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The most common excuses for not having enough women leaders are myths
From the Golden Globes to this week's World Economic Forum in Davos, the topic on every group of leaders' agenda is ''women.'' Thanks to movements like -MeToo and -TimesUp, and given the prospect of a record number of women running for office, women's voices are being heard like never before. But if we want what's been dubbed ''The Year of the Woman'' to be more than a slogan, we also need significant numbers of women heading our biggest companies and institutions, the organizations that can drive real change. And that won't happen unless we recognize that the world still operates under a set of assumptions- we prefer to call them myths -that hold women back from reaching anything near parity in the upper ranks. These myths go something like this: If only women would be more assertive. If only they would raise their hands and take more risks. If we could just fix the women, then the leadership roles that have so long eluded women would be theirs.
Posted on 29 Jan 2018
Microsoft president says there would be fewer reports of sexual harassment if more women were in leadership positions
Microsoft President Brad Smith says there were would fewer reports of sexual harassment if there were more females in leadership positions. Diversity is a major issue in tech industry, says Smith, also chief legal officer. Microsoft is taking ''concrete steps'' to address diversity issues, he argues.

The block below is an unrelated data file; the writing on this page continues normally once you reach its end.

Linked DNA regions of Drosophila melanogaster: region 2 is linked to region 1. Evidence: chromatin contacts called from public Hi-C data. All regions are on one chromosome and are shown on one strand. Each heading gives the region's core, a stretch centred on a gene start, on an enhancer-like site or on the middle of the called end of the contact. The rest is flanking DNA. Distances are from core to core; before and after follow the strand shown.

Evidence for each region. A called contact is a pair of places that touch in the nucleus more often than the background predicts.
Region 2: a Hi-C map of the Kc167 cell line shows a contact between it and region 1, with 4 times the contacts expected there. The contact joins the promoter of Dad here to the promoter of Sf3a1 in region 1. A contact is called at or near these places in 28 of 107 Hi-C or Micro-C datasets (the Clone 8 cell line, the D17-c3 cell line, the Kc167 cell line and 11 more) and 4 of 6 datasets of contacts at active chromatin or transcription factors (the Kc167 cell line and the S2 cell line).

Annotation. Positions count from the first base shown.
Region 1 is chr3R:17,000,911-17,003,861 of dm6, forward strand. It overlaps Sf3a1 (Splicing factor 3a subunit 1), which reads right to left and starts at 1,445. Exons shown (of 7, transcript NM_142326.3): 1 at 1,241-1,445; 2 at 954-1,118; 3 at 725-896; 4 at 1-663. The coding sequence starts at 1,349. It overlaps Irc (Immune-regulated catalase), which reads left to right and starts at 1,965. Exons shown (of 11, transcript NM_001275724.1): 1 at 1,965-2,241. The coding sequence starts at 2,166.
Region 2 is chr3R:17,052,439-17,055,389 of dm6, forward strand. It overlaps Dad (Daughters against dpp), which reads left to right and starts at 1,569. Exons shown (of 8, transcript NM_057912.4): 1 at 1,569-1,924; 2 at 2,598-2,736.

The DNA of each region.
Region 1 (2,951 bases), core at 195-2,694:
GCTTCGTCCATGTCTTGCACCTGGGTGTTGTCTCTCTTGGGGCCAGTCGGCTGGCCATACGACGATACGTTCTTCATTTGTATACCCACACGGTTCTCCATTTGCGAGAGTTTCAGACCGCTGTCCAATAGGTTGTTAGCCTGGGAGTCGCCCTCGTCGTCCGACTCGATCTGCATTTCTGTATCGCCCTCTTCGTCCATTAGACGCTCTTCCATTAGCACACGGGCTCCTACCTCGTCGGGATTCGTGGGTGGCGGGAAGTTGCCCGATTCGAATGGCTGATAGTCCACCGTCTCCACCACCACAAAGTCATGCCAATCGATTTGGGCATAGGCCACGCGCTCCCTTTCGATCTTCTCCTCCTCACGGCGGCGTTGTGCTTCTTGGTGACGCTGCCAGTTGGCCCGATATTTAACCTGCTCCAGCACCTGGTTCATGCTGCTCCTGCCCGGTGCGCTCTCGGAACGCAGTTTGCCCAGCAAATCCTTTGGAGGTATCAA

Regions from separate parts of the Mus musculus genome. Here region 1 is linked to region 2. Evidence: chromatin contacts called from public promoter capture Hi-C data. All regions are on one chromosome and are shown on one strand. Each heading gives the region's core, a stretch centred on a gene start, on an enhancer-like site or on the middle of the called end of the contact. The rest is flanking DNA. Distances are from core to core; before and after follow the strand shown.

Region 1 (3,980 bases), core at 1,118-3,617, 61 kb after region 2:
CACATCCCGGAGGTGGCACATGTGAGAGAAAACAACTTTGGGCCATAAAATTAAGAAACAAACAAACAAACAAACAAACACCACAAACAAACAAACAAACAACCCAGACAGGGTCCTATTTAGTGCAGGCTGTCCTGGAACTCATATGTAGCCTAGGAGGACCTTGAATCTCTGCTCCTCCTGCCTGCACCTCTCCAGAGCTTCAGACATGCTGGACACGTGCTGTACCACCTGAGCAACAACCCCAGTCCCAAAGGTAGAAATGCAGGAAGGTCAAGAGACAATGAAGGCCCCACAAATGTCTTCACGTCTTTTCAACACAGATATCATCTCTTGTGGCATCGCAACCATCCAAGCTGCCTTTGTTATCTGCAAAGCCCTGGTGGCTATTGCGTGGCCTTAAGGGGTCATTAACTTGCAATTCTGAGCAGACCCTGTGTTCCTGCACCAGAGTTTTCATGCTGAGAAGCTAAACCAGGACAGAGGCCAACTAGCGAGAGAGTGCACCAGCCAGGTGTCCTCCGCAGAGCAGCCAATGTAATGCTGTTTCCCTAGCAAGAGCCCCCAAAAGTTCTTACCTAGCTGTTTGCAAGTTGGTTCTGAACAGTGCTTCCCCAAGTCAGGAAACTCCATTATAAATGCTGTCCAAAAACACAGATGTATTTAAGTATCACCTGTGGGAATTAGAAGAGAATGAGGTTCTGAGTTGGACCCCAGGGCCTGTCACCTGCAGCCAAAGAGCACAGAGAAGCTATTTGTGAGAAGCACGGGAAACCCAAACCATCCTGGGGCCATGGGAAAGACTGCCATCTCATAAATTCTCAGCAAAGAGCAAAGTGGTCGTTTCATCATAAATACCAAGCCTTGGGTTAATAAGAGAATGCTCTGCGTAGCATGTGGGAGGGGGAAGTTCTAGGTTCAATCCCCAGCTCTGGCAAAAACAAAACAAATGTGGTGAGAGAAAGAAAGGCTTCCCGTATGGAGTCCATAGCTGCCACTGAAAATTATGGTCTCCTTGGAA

Posted on 11 Jan 2018
Expansion of AP computer science courses draws more girls and minorities
Ten years ago, girls were so scarce in high school computer science classes that the number of female students taking Advanced Placement tests in that subject could be counted on one hand in nine states. In five others, there were none. Latino and African American students were also in short supply, a problem that has bedeviled educators for years and hindered efforts to diversify the high-tech workforce. Now, an expansion of AP computer science classes is helping to draw more girls and underrepresented minorities into a field of growing importance for schools, universities and the economy. Testing totals for female, black and Latino students all doubled in 2017, following the national debut of an AP course in computer science principles. It joined a longer-established AP course focused on the programming language Java. Racial and gender imbalances persist. But education leaders said the data show a significant advance in a quest to banish the stereotype that computer science is mainly for coding geeks who tend to be white or Asian American boys.
Posted on 11 Jan 2018

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